- A statement of the acts or omissions giving rise to the claim;
- The specific amount alleged to be owed by the insurer on the claim for damage to or loss of covered property; and
- The amount of reasonable and necessary attorney’s fees incurred by the claimant, calculated by multiplying the number of hours actually worked by the claimant’s attorney, as of the date the notice is given and as reflected in contemporaneously kept time records, by an hourly rate that is customary for similar legal services.10
The issue with this notice letter is that if the claim goes into litigation, the verdict is measured against the amount alleged in the letter. If the verdict on the cost of repairs is not within 80% of the number in the notice letter, then attorney’s fees recovery is reduced.11 If the verdict on the cost of repairs is less than 20% of the number in the notice letter, then attorney’s fees recovery may not be awarded at all.12 Moreover, if a policyholder does not send a notice letter that complies with the requirements under the statute and the insurer can prove it was entitled to one, but did not receive one, a court may decide not to award attorney’s fees at all.13 Therefore, policyholders must send notice letters that are as thorough and as accurate as possible.
Why should public adjusters not write Chapter 542A notice letters?
Writing a Chapter 542A notice letter requires legal skill and knowledge. Determining the extent of legally compensable damages, by its very nature, requires legal skill and knowledge.14 Determining the amount of reasonable and necessary attorney’s fees requires legal skill and knowledge. Which type of services are considered the practice of law in Texas? All requiring legal skill and knowledge. Who is identified as having legal skill and knowledge? Members of the State Bar of Texas. The attorney fee disclosure requirement alone is one of the more obvious signs that a Chapter 542A notice letter should be written by an attorney or someone with legal experience.
If a public adjuster does write a Chapter 542A notice letter, he may find himself in the hot seat for writing a letter that fails to meet the requirements. This may very well result in the public adjuster later becoming the subject of a lawsuit or disciplinary complaint. It is not worth the risk to try and write one.
The harm from a Chapter 542A notice letter written by someone who lacks the necessary legal skill and knowledge is the dismissal of the lawsuit and/or the policyholder having to pay more out of their pocket as opposed to the insurance carrier paying the attorney’s fees. If a lawsuit is filed, the insurance carrier will use the letter against the policyholder to limit their bad faith as well as be used to reduce any verdict favorable to the policyholder.
As explained by Rene Sigman, Merlin Law Group’s Texas Regional Litigation Manager, in her blog post, The Truth About “The Hail Bill” That Messes with Texas, there are several procedural hurdles to filing a lawsuit under Chapter 542, which is why policyholders “[should] not take on the burden of pre-suit notice without consulting an attorney.”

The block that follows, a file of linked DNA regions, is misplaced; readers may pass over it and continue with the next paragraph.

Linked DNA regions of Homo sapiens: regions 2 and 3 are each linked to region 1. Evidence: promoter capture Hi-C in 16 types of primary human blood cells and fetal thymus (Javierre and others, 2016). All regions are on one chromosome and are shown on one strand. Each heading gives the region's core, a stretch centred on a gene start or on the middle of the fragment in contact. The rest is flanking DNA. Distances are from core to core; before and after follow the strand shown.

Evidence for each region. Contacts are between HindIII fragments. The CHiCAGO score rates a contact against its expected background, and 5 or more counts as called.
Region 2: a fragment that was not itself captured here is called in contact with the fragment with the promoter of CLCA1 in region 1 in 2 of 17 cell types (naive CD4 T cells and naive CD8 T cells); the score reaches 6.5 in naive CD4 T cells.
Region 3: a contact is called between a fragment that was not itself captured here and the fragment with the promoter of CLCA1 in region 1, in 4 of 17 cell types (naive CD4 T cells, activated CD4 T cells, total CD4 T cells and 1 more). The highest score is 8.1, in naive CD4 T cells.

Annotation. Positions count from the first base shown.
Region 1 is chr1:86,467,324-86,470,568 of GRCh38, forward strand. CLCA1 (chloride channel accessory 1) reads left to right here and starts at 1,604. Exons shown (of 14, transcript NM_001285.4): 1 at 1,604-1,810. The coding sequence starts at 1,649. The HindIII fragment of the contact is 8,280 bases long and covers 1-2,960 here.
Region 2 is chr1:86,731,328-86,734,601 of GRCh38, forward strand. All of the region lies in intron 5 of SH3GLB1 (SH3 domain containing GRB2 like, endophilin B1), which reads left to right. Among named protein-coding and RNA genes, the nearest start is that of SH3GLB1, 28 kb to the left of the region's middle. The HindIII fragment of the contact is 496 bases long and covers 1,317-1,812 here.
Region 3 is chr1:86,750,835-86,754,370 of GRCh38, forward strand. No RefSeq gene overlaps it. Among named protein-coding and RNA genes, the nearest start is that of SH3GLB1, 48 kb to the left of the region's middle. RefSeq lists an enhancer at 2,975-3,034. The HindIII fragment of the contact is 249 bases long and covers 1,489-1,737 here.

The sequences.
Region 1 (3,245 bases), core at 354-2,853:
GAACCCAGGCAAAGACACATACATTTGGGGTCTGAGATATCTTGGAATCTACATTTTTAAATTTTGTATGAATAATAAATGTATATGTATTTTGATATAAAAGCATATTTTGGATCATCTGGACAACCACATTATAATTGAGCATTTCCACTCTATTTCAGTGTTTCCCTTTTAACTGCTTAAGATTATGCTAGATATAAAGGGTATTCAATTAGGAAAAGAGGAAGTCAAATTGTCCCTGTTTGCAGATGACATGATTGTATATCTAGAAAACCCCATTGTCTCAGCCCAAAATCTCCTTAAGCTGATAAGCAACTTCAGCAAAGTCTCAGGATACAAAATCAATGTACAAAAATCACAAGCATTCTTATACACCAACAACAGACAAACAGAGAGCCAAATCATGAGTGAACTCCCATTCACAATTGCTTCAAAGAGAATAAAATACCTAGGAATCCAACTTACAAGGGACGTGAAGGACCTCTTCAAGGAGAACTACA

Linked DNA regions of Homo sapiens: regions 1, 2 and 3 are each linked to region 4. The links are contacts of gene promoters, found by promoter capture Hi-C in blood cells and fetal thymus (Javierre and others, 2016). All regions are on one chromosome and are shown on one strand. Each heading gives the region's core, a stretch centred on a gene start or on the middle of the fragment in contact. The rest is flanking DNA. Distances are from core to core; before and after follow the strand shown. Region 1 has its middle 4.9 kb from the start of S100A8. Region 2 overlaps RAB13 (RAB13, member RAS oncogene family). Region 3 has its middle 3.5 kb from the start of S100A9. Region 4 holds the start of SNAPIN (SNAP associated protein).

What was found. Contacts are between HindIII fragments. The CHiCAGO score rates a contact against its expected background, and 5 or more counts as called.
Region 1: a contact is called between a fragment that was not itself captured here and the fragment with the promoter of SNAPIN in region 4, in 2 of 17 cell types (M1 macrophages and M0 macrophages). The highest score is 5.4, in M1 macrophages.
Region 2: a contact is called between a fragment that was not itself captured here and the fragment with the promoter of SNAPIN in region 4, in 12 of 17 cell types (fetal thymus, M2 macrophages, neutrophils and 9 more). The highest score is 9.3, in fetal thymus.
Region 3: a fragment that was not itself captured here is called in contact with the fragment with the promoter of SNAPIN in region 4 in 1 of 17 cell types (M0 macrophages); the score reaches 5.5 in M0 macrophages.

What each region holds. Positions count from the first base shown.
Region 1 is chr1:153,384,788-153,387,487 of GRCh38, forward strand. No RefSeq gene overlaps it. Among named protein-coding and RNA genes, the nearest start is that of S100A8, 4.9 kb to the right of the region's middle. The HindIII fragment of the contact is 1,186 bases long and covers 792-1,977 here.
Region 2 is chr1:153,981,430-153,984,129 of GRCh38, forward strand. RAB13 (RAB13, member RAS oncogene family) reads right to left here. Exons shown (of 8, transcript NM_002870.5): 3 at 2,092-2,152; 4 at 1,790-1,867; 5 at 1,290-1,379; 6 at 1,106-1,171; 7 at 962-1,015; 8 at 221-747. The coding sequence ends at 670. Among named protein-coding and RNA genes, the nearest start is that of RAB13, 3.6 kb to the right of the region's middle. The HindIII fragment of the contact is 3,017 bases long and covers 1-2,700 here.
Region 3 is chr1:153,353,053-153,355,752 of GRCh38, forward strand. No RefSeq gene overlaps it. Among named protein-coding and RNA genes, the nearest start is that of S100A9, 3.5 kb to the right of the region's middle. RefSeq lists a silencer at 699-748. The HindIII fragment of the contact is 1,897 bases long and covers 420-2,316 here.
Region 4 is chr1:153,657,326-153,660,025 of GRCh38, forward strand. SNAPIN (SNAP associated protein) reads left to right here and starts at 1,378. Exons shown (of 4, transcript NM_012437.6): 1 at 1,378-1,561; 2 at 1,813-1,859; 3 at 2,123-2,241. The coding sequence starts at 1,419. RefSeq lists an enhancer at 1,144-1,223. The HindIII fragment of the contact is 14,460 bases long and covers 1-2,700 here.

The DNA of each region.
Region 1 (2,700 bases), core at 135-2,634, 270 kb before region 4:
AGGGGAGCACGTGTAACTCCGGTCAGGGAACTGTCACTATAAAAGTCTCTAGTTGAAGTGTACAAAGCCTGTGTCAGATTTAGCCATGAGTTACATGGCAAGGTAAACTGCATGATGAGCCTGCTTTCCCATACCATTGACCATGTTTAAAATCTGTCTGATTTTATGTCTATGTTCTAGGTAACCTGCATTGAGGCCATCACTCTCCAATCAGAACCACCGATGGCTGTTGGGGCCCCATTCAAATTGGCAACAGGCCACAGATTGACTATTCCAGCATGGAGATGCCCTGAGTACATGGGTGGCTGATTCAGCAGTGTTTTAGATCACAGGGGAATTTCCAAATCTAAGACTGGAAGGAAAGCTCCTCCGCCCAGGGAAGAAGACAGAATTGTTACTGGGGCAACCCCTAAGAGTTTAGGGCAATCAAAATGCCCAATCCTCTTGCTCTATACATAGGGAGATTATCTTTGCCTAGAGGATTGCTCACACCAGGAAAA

If you are a public adjuster who is unsure about whether you should provide a type of legal service in Texas, consider asking yourself two questions: 1) Am I a member of the State Bar of Texas? and 2) Does this service require the use of legal skill or knowledge? If you answer “no” to the first question and “yes” to the second question, I implore you to reconsider providing that service and instead, see that experienced counsel is retained to ensure the law is being complied with. For additional information regarding unauthorized practice of law in Texas, you may find the Supreme Court of Texas Unauthorized Practice of Law Committee’s website useful.
1 See J.P. Columbus Warehousing, Inc. v. United Fire and Casualty Co., 2019 WL453378 (S.D. Tex. Jan. 15, 2019), report and recommendation adopted by J.P. Columbus Warehousing, Inc. v. United Fire and Casuality Co., 2019 WL 450681 (S.D. Tex. Feb. 4, 2019); Gateway Plaza Condo v. Travelers Indem. Co. of Am., 2019 WL 7187249 (N.D. Tex. Dec. 23, 2019).
2 Grievance Committee State Bar of Texas, Twenty–First Congressional District v. Coryell, 190 S.W.2d 130, 131 (Tex.Civ.App.—Austin 1945, writ ref’d w.o.m.).
3 Unauthorized Practice Committee, State Bar of Texas v. Cortez, 692 S.W.2d 47, 50 (Tex.), cert. denied, 474 U.S. 980, 106 S.Ct. 384, 88 L.Ed.2d 337 (1985).
4 Quarles v. State Bar of Texas, 316 S.W.2d 797, 800, 802, & 804 (Tex.Civ.App.—Houston 1958), pet. denied for writ of cert. to Supreme Court of Texas, 368 U.S. 986, 82 S.Ct. 601, 7 L.Ed.2d 524 (1962).
5 Grievance Committee of State Bar of Texas, Twenty–First Congressional District v. Dean, 190 S.W.2d 126, 129 (Tex.Civ.App.—Austin 1945, no writ).
6 See Brown v. Unauthorized Practice of Law Committee, 742 S.W.2d 34 (Tex.Civ.App.—Dallas 1987); see also Bennie Green v. Unauthorized Practice of Law Committee, 883 S.W.2d 293 (Tex.Civ.App.—Dallas 1994).
7 Bennie Green v. Unauthorized Practice of Law Committee, 883 S.W.2d 293 (Tex.Civ.App.—Dallas 1994).
8 Quarles v. State Bar of Texas, 316 S.W.2d 797, 800, 802-03 (Tex.Civ.App.—Houston 1958), pet. denied for writ of cert. to Supreme Court of Texas, 368 U.S. 986, 82 S.Ct.601 (1962).
9 Tex. Ins. Code Ann. § 542.001(2)(C)(2017) (“arises from damage to or loss of covered property caused, wholly or partly, by forces of nature, including an earthquake or earth tremor, a wildfire, a flood, a tornado, lightning, a hurricane, hail, wind, a snowstorm, or a rainstorm.”).
10 Tex. Ins. Code Ann. § 542A.003(b)(2017).
12 Tex. Ins. Code Ann. § 542A.007(d)(2017).
13 Tex. Ins. Code Ann. § 542A.007(d)(2017).
14 See Brown v. Unauthorized Practice of Law Committee, 742 S.W.2d 34 (Tex.Civ.App.—Dallas 1987).